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Monofilament (Fishing Line) Recycling Program

Contact Bill, Vice Chair at

What is Monofilament?

Monofilament line, or fishing line, is very harmful to the environment. It takes 500 years to biodegrade, and frequently entangles birds and other ocean and bay dwellers. Plastic breaks down into microplastics. Whether it’s a whole plastic item, fragments or microplastics, plastic items get mistaken for food by marine and avian species. It also gets ingested by both large and small species that filter water for food (from baleen whales to filter-feeding mollusks such as bivalves), by birds that skim the water, engulf, or scoop up fish. Through any of these routes, it is lethal to wildlife and enters the food web (biomagnification).


(1) Monofilament Fishing Line Recycling Bin

Monofilament Recycling Program

Surfrider Foundation South Jersey’s Monofilament (Fishing Line) Recycling Program operates with the support and partnership of TackleDirect. Surfrider Foundation South Jersey volunteers build monofilament recycling receptacles to be installed at popular fishing locations and launching ramps, where fishermen can discard their unwanted monofilament line. The receptacles look like the one in the photo(s) with educational signs asking fishermen to protect our waterways by responsibly recycling their unwanted monofilament line.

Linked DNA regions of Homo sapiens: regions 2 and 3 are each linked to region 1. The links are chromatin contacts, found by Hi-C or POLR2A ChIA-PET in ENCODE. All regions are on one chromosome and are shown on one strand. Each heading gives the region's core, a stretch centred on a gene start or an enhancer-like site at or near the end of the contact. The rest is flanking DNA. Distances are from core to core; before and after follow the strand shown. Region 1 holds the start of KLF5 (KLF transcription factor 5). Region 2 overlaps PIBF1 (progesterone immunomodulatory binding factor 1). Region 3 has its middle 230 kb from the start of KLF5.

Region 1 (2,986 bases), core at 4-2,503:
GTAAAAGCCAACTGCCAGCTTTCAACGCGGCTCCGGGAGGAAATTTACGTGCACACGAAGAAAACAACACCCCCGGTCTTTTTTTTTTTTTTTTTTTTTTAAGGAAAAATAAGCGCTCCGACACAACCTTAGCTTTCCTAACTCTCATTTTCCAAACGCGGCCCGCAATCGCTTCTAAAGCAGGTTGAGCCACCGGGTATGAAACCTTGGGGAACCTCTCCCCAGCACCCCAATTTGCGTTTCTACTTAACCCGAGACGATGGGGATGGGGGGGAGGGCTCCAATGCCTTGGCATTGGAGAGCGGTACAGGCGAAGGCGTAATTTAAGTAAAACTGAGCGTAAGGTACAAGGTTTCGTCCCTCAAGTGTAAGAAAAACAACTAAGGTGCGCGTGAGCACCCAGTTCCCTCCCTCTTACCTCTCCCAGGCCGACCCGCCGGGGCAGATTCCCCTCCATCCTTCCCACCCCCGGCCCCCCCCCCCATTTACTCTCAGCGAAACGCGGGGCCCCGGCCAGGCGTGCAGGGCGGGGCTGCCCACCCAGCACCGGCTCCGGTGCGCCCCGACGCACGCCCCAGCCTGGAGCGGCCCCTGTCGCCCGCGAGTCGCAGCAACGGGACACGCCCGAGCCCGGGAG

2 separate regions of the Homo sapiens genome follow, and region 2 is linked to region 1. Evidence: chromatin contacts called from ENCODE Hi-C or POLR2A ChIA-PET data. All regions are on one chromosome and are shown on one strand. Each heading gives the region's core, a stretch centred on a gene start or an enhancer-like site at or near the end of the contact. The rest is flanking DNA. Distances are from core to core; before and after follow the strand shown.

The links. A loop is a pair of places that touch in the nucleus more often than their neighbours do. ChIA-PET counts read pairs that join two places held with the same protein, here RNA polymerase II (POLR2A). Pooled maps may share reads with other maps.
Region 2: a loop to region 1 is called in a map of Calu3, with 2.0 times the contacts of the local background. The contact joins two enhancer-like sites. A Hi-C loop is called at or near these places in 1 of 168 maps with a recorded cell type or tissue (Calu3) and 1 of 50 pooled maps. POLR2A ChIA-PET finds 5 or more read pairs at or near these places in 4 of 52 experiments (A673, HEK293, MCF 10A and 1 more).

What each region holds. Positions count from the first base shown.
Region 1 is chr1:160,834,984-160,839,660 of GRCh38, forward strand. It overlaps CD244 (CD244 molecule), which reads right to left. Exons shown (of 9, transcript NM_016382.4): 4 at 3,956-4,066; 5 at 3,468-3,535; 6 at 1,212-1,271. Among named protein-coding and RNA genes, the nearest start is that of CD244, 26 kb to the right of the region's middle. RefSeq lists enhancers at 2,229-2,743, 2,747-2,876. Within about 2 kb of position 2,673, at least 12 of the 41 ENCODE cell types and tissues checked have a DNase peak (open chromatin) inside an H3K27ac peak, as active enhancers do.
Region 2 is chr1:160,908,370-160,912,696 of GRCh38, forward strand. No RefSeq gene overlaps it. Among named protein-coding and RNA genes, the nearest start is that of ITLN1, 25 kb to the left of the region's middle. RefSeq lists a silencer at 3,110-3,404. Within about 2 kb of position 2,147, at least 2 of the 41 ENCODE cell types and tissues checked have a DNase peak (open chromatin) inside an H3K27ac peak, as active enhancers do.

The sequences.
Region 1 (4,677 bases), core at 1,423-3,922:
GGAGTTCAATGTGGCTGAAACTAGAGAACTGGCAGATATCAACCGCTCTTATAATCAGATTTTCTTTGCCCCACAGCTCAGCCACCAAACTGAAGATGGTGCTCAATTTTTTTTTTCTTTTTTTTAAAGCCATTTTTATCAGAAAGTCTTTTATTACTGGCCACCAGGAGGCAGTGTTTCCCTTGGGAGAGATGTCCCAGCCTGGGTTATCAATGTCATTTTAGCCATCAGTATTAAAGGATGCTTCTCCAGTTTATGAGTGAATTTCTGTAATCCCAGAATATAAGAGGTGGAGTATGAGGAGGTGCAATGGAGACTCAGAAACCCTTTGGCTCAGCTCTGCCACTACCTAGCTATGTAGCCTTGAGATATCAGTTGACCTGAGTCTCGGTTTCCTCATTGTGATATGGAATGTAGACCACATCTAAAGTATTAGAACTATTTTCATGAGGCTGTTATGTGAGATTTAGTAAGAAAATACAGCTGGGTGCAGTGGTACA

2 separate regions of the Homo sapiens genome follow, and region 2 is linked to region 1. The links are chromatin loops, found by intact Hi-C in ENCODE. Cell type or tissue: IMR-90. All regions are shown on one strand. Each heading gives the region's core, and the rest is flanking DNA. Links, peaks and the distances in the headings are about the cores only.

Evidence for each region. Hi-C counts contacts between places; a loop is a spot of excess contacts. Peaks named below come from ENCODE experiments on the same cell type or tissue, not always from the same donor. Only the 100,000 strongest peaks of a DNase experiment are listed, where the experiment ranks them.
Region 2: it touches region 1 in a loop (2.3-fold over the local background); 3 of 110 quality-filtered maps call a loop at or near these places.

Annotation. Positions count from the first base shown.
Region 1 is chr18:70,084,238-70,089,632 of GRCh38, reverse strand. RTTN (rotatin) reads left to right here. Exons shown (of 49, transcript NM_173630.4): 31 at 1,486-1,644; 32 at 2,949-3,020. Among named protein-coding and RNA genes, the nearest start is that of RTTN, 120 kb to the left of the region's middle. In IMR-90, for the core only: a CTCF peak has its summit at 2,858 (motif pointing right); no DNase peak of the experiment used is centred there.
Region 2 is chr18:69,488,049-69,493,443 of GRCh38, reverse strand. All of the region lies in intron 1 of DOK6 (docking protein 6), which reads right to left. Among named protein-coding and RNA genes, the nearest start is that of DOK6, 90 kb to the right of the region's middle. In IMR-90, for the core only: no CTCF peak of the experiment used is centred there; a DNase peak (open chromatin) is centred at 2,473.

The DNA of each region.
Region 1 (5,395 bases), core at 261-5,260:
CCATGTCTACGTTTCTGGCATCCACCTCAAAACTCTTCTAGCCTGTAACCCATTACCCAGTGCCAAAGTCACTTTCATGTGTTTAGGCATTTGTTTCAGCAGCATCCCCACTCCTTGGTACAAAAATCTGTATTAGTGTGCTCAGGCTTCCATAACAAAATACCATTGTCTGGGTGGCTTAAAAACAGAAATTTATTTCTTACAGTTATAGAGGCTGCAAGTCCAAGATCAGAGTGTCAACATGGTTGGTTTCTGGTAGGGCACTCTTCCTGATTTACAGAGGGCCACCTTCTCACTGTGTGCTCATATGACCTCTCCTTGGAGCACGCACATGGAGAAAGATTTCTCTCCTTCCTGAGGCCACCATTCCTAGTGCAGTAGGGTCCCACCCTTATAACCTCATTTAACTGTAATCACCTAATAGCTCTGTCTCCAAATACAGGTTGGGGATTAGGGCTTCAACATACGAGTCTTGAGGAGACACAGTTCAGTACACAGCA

Discarded monofilament lines can present serious environmental problems.

(3) IMG_5933 Emptying Monofilament Recycling Bins
(2) IMG_5932 Emptying Monofilament Recycling Bins Copy

Join Today!

Surfrider Foundation South Jersey volunteers maintain and empty the containers regularly. The used line is sent to a facility where it will be recycled. If you are interested in volunteering for this project to empty or install the bins or are interested in obtaining a monofilament recycling receptacle for your local fishing spot or marina, please contact Surfrider Foundation South Jersey’s Vice Chair, Bill at

Article: Supporting Line Recycling - TackleDirect


All current locations can be seen on the map below.